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Unsettled by Brexit and London's handling of the COVID-19 crisis Scots appear ready to part company with the UK, according to consistent opinion polls. But how realistic is that scenario?
It's been 20 years — almost to the day — since Paula Kirby packed up her things and moved to Scotland. As an Englishwoman north of the border, the 2014 vote on independence didn't pose too great of a dilemma: the United Kingdom was reasonably stable, prosperous and progressive. Separation "just wasn't worth the upheaval," said the freelance translator.
That's ancient history now. In the six years since Scots rejected independence by a 10-point margin, Britain has lurched from the constitutional bedlam of Brexit to the public health calamity of COVID-19.
The former — wholly unexpected — was a real eyeopener for Kirby. "[Brexit] exposed the extent to which power in England neither understands Scotland nor is interested in it. We're just here as a sort of add-on, and we're supposed to just do as we're told," she said. London and Edinburgh's respective handling of the coronavirus crisis has only cemented her beliefs in the benefits of self-governance.
Now a full-blooded convert to the pro-independence camp, Kirby is adamant that Scotland's interests would be better served separate from England.
In that, she's not alone. Since the start of 2020, opinion polls have given "Yes" campaigners a consistent lead over their unionist rivals, with one recent survey predicting a total reversal of the 2014 referendum result — 55% in favor of separation, versus 45% against.
Much of this swing is tied to Brexit. Scots voted against leaving Europe by almost two-to-one in 2016, and the ascendancy of Prime Minister Boris Johnson — who's prepared to take Britain out of the EU without a deal — has proved anathema to many north of the border.
With the emergence of coronavirus, these divisions have sharpened. Though neither Scotland nor England has weathered the storm particularly well (the UK collectively has suffered one of the world's highest COVID-19 death tolls), Nicola Sturgeon — Scotland's pro-independence first minister — has "played the politics" of the pandemic more adeptly than her London counterpart, says political analyst Sir John Curtice.
"The public think that Nicola Sturgeon has handled the coronavirus crisis brilliantly, and they think Boris Johnson has done badly. That is not unique to those who voted No in 2014, or those who voted Leave in 2016. In all groups, Sturgeon is well ahead of Johnson," said Curtice.
It's a reality that confounds unionists. From a scandal surrounding Scotland's care homes (which have seen more COVID-19-related deaths than the nation's hospitals), to the alleged cover-up of an early outbreak in February and an embarrassing U-turn on how high school grades are calculated in lieu of canceled exams, Sturgeon's navigation of the crisis hasn't always appeared surefooted.
And then there are the pandemic's economic ramifications. As the costs of contagion come into focus and recession bites, the nation's unemployment rate — already the UK's highest — is expected to rocket. Indeed, without the British government's deep pockets keeping thousands of faltering Scottish businesses afloat, those jobs might already have been lost.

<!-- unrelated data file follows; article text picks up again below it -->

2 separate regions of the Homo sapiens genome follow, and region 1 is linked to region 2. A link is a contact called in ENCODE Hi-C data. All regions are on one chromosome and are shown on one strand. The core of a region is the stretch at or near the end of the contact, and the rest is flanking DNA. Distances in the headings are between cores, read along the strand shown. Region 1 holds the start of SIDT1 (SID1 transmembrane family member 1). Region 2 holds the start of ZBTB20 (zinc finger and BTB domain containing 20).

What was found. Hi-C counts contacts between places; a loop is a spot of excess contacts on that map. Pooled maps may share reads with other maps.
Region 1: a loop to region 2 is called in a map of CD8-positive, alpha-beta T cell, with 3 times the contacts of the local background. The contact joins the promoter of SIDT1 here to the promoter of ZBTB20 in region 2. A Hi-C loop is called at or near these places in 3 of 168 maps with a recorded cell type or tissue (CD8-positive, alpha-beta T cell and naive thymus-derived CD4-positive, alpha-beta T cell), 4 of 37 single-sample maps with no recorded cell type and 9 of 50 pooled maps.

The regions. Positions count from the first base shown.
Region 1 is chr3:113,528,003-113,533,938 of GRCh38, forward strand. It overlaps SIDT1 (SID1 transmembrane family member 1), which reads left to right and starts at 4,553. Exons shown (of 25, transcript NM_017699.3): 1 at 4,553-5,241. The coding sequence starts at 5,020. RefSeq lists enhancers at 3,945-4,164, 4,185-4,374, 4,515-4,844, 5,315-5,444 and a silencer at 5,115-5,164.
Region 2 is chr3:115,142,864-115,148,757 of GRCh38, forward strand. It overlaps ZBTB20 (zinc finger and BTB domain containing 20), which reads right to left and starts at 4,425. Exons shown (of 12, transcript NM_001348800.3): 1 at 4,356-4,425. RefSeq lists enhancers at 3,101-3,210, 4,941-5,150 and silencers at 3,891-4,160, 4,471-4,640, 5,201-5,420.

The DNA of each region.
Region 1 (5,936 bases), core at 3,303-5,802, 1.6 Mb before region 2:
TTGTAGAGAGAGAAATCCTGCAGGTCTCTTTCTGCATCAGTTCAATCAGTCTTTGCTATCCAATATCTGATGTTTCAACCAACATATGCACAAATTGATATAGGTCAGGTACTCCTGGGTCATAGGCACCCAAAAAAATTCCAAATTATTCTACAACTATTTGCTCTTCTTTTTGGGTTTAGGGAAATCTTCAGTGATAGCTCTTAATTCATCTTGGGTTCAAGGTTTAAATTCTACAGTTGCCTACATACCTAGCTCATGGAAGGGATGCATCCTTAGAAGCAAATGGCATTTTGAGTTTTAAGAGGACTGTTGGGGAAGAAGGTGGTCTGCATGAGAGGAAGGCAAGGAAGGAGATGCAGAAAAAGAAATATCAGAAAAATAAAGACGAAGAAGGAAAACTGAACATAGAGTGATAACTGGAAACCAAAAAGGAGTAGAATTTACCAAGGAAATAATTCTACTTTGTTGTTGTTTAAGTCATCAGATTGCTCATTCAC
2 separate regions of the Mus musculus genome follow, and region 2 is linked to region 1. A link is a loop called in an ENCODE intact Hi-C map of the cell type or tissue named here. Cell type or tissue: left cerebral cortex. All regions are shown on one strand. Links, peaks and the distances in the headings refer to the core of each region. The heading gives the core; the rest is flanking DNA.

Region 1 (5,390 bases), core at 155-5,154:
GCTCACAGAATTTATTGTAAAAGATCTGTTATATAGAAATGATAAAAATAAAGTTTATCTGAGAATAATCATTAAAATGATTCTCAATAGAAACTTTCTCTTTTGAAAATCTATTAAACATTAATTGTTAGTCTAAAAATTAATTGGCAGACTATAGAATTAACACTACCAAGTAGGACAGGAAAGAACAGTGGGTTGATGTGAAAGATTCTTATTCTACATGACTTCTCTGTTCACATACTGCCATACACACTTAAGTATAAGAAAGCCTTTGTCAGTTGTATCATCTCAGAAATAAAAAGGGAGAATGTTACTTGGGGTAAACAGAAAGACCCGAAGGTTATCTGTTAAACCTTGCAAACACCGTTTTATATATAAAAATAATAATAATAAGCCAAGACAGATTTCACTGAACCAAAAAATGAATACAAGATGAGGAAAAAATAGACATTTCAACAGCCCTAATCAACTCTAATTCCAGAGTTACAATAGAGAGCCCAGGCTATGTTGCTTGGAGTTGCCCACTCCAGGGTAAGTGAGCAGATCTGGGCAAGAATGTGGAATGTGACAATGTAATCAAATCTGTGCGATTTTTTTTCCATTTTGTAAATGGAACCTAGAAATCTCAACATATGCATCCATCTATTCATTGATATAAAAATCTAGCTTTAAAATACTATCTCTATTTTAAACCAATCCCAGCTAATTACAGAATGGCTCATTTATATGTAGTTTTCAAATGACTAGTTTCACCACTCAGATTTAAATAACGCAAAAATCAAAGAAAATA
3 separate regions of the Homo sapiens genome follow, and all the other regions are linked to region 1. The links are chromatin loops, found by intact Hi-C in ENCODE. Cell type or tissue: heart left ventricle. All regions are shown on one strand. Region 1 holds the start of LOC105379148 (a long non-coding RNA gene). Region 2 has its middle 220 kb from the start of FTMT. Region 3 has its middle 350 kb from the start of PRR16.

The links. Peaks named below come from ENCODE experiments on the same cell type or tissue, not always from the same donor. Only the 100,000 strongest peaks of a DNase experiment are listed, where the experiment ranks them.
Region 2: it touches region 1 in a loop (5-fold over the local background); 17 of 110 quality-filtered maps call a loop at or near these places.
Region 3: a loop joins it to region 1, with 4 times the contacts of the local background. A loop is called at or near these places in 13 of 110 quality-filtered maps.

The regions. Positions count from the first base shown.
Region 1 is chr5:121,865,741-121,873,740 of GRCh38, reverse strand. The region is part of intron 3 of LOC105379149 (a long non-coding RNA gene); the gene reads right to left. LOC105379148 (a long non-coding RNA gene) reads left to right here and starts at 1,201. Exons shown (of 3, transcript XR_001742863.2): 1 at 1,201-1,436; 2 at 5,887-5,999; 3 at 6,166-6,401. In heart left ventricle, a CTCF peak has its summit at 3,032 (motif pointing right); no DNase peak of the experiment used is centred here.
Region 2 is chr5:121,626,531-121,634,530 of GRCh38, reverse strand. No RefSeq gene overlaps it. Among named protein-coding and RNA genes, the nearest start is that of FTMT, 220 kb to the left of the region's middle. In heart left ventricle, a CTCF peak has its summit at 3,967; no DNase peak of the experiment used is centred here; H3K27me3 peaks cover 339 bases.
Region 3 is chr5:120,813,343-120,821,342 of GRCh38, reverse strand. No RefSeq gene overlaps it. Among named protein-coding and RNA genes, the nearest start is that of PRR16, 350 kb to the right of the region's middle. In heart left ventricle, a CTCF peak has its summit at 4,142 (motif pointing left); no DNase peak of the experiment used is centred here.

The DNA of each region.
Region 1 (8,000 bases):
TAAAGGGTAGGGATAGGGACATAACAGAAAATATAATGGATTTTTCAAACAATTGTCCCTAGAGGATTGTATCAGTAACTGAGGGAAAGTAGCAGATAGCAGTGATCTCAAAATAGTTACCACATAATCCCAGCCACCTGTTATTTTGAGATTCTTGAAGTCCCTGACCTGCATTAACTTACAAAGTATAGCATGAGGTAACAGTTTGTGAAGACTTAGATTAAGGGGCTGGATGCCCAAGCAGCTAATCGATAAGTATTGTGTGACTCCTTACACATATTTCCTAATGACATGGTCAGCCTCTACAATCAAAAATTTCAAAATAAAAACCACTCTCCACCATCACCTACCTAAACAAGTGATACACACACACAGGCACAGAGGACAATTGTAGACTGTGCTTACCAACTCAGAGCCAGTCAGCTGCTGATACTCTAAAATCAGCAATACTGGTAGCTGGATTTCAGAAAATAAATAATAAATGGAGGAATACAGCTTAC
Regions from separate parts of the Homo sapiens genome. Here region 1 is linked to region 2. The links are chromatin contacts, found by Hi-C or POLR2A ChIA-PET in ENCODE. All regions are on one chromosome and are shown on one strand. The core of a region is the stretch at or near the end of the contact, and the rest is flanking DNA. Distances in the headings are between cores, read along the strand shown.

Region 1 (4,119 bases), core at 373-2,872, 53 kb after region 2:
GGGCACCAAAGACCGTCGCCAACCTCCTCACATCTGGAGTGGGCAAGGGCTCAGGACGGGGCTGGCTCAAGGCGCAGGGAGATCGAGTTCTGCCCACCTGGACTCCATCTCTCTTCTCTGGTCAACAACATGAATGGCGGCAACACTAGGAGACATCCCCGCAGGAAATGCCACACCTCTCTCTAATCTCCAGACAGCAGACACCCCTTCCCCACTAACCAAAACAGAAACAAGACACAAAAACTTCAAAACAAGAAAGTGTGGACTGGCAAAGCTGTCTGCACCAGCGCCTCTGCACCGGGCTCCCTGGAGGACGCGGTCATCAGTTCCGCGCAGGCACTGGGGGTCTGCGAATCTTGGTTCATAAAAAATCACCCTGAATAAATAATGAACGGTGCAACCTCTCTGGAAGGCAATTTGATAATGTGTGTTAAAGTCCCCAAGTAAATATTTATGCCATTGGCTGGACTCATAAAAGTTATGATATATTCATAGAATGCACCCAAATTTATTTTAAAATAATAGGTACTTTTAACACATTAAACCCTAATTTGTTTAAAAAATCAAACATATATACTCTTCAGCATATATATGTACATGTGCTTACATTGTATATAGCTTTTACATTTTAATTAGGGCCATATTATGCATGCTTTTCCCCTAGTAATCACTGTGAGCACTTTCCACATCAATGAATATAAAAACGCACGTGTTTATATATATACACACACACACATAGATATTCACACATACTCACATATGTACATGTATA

For those of a pro-independence persuasion, this is a problem. In 2014, the Yes camp's efforts to assuage financial fears fell flat — and that was when times were good. Today, the economy is in free fall, oil and gas sales (cornerstones of Scotland's wealth) have slumped and the country's national budget deficit is three times that of the UK as a whole.
But still, the Scottish government appears to have held onto the confidence of its people. Sturgeon's commitment to a daily coronavirus press conference and grasp of the crisis's finer details have contributed to this, said Curtice, adding that, fundamentally, "she's been on the level with people, talking to them, not at them."
Johnson, meanwhile, has seen his approval ratings slide steadily since April. The fiasco around Dominic Cummings — the prime minister's chief aide — and his apparent flouting of lockdown rules factored heavily into this, polls reveal, as has Downing Street's muddled public health messaging.
But isn't the unity of Britain bigger than Boris? That's the opinion of Pamela Nash, chief executive of the Scotland in Union group, who worries especially for the fate of an independent Scotland post-Brexit.
"While many of us in Scotland will mourn our membership of the EU, it is clear that if the cost of rejoining was to leave the UK, then this is not a price worth paying," she said.
"It would result in a border with our neighbors in England. As 60% of our trade is with the rest of the UK, this would put jobs and livelihoods at risk and no one wants a border put up between our friends and families."
It's an argument Scots will be hearing time and again in the coming months. This week, Sturgeon said she would set out plans for a second independence referendum ahead of next year's Scottish Parliament election. Should she win that poll convincingly, the UK government — which must approve a second vote on secession— will have little choice but to oblige.